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I was eating lunch at the Tell City Dairy Queen Friday when a man approached my table and asked, "Aren't you the sports editor?"
After I replied that I was, he asked how I thought Perry Central's football team would do the rest of the season.
I said I expected the Commodores to go undefeated in the regular season. Then he asked if I thought they could beat Linton in the sectional.
I said there was a good chance they could but it wouldn't be easy. I also said it could be Tecumseh, which also has a very good team, that they could meet in the sectional finals, but either way the Commodores would likely have to play the championship game on the road because of the way the IHSAA sectional drawings were set up.
All of this conversation took place without my knowing whom I was talking to, which frequently happens when someone sees me in a restaurant or grocery store and wants to ask my opinion about some sports related topic.
I thought the man might be the father of one of Perry Central's 61 players, since I certainly don't know all their parents.
Then he introduced himself. "I'm Art Schlichter, I used to play quarterback for the Colts."
I had not recognized him, as at 48 his hairline has receded a bit and it looks as if he has put on a few pounds since his playing days. And a lot of football players are hard to recognize without their uniforms, complete with 12-inch numbers.
There was a time when most football fans in America would have recognized Schlichter, though.
When he quarterbacked Ohio State's team he finished in the top six in Heisman Trophy voting three years in a row.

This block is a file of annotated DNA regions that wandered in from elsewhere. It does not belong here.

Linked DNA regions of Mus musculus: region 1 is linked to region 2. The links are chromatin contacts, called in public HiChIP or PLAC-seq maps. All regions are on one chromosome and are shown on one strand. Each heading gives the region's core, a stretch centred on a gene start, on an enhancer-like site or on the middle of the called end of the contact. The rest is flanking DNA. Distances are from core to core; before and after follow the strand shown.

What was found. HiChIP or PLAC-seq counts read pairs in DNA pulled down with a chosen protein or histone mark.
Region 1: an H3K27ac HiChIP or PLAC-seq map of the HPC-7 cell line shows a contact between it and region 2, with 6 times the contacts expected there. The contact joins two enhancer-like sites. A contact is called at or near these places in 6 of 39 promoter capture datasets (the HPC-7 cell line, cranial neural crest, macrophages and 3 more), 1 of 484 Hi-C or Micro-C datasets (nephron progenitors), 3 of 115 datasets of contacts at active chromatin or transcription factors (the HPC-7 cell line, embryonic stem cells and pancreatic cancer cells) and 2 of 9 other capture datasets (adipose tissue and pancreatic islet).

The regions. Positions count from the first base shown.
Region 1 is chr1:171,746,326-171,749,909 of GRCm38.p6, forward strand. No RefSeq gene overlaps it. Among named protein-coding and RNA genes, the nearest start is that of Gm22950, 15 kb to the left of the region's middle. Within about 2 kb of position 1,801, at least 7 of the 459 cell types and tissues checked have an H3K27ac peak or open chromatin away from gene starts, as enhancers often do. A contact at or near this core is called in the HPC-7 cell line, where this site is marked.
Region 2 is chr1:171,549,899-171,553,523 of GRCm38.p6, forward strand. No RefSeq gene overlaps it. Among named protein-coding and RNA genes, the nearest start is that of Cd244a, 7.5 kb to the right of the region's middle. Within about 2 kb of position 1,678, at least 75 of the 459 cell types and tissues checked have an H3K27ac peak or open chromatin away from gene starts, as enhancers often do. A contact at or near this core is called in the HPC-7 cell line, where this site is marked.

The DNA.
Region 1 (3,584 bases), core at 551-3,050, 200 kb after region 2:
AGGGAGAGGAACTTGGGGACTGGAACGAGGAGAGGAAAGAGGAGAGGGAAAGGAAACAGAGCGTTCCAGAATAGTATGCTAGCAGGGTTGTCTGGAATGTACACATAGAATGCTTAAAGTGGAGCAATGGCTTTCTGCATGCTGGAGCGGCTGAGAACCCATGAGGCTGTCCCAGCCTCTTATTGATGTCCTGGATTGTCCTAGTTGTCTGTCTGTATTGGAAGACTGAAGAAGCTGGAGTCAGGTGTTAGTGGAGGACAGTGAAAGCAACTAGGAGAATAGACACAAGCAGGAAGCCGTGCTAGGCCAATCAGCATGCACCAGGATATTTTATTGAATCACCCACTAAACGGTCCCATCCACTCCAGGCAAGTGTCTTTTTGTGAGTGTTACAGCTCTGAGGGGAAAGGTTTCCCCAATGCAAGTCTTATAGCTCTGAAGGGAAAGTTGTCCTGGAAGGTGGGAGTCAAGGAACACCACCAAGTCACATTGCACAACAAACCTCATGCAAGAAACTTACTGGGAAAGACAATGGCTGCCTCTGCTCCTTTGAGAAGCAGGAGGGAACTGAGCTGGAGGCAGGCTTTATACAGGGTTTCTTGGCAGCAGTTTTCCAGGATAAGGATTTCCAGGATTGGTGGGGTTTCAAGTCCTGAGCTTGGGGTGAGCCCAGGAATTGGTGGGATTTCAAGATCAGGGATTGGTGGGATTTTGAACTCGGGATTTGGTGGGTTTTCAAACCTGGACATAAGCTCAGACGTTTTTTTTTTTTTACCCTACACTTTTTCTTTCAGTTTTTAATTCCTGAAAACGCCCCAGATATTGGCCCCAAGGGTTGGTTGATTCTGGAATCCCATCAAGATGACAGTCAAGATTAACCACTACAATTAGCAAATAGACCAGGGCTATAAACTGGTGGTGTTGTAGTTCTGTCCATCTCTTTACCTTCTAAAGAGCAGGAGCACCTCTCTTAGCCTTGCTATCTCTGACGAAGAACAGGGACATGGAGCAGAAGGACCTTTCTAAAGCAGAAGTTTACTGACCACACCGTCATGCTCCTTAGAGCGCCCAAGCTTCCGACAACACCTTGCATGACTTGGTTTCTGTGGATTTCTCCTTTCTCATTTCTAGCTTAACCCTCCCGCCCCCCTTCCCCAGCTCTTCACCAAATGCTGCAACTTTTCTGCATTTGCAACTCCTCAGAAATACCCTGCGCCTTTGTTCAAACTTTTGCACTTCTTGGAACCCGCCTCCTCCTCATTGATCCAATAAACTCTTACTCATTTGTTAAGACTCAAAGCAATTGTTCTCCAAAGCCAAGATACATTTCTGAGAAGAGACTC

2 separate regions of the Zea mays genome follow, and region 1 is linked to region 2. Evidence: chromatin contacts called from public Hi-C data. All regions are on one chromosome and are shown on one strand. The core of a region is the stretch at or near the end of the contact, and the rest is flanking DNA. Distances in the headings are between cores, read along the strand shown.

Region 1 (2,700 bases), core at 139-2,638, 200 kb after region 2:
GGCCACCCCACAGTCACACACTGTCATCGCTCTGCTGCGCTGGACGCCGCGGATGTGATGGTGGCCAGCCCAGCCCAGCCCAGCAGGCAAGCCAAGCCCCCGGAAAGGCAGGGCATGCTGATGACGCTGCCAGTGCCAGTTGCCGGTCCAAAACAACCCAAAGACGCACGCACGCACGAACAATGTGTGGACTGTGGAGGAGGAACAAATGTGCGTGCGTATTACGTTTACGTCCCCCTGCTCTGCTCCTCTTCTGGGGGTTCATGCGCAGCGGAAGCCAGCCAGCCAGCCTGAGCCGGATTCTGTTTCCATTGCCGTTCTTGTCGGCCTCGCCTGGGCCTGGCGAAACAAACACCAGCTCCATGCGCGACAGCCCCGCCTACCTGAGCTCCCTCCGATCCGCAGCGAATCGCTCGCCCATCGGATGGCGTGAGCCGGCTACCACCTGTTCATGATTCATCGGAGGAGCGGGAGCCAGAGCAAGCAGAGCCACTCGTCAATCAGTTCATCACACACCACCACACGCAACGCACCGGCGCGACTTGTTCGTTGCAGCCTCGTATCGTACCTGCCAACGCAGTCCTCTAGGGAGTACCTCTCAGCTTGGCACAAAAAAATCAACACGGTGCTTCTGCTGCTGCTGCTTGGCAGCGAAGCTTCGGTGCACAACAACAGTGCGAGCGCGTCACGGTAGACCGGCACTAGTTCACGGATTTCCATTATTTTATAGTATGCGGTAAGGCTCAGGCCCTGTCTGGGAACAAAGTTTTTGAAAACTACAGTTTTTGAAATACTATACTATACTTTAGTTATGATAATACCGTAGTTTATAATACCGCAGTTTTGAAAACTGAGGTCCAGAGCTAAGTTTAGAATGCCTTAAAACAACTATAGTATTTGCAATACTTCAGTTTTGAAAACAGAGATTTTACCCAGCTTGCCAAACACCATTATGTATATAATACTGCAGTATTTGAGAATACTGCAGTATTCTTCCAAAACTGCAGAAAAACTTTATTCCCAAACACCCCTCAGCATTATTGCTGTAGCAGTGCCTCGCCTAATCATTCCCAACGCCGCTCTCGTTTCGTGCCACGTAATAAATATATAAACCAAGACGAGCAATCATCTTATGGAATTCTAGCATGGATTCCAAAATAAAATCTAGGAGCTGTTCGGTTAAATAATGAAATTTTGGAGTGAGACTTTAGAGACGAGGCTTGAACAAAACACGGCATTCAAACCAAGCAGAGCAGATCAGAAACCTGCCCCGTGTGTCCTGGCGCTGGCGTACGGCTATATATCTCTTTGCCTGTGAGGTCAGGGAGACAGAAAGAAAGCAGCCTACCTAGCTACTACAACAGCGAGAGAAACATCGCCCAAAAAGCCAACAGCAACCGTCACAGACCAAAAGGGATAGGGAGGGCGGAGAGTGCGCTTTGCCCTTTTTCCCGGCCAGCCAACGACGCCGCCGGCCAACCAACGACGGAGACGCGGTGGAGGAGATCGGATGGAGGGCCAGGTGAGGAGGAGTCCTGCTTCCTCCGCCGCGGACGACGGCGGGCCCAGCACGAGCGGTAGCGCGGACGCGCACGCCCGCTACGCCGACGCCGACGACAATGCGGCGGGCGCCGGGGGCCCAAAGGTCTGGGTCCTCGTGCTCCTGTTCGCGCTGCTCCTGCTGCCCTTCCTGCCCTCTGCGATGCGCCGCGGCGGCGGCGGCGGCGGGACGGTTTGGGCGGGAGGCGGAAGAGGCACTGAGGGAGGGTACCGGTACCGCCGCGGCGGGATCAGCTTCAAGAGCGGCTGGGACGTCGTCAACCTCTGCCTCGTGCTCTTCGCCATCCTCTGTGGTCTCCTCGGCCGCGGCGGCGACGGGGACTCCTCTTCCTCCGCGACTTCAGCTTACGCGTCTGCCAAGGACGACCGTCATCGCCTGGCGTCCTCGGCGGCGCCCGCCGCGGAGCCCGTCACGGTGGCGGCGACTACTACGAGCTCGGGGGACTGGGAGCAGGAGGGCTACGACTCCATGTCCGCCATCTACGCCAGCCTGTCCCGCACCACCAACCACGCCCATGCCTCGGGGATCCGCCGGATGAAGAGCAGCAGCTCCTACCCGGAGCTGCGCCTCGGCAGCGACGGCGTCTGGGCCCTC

He was the fourth pick in the 1982 NFL draft by the then Baltimore Colts.
But his gambling problem, which had started during his college days, spiraled out of control during the 1982 NFL players strike. According to USA Today, by the end of the strike he had at least $700,000 in gambling debts.
His gambling got him suspended from the NFL for the 1983 season (he had bet on NFL games, though apparently never on Colts' games).
He returned to the by now Indianapolis Colts for the 1984 and '85 seasons but never lived up to the potential he had shown in college.
In January 1987 he was arrested in New York City for his involvement in a multi-million-dollar illegal sports betting operation.
He later played in the Canadian Football League and Arena Football League. But his gambling addiction and passing bad checks to pay for it led to his serving time in various prisons, including the Branchville Correctional Facility.
I heard of his being there and had planned to try to interview him when the Colts made their run to the 2007 Super Bowl title. But then I learned he had been paroled in June 2006.
I wanted to know what he thought of the current Colts but I also wanted to know if he had gotten his life back on track.
A chance meeting in a restaurant, though, didn't feel like the proper place to pry into his past.
But he referred to it unprompted. He mentioned that one reason he knows Perry Central assistant coach Ron Gibson is because Gibson works at Branchville Correctional Facility and "I was in prison there."
He said he now does radio work for Ohio State's football team and works with a group to educate others about the perils of compulsive gambling (He founded Gambling Prevention Awareness after his release from Branchville).
He is dating a Tobinsport woman, whose children go to Perry Central. That and his time at Branchville, which is also in the Perry Central school district, apparently explain his interest in Commodore football.
Gibson said later Friday that Schlichter "has come out and watched a couple of our practices. He's a really nice guy."
He also said that Schlichter had volunteered to work with the team's quarterbacks if the coaches ever wanted him to.
Gibson speculated that some teams might be reluctant to have him do so because of his past, but "I think he'd fit in the community real well."
I agree. Either he's beaten his previous problem or he's an Oscar-worthy actor.
Since he's spending some time in this area, any team should be willing to take advantage of his expertise.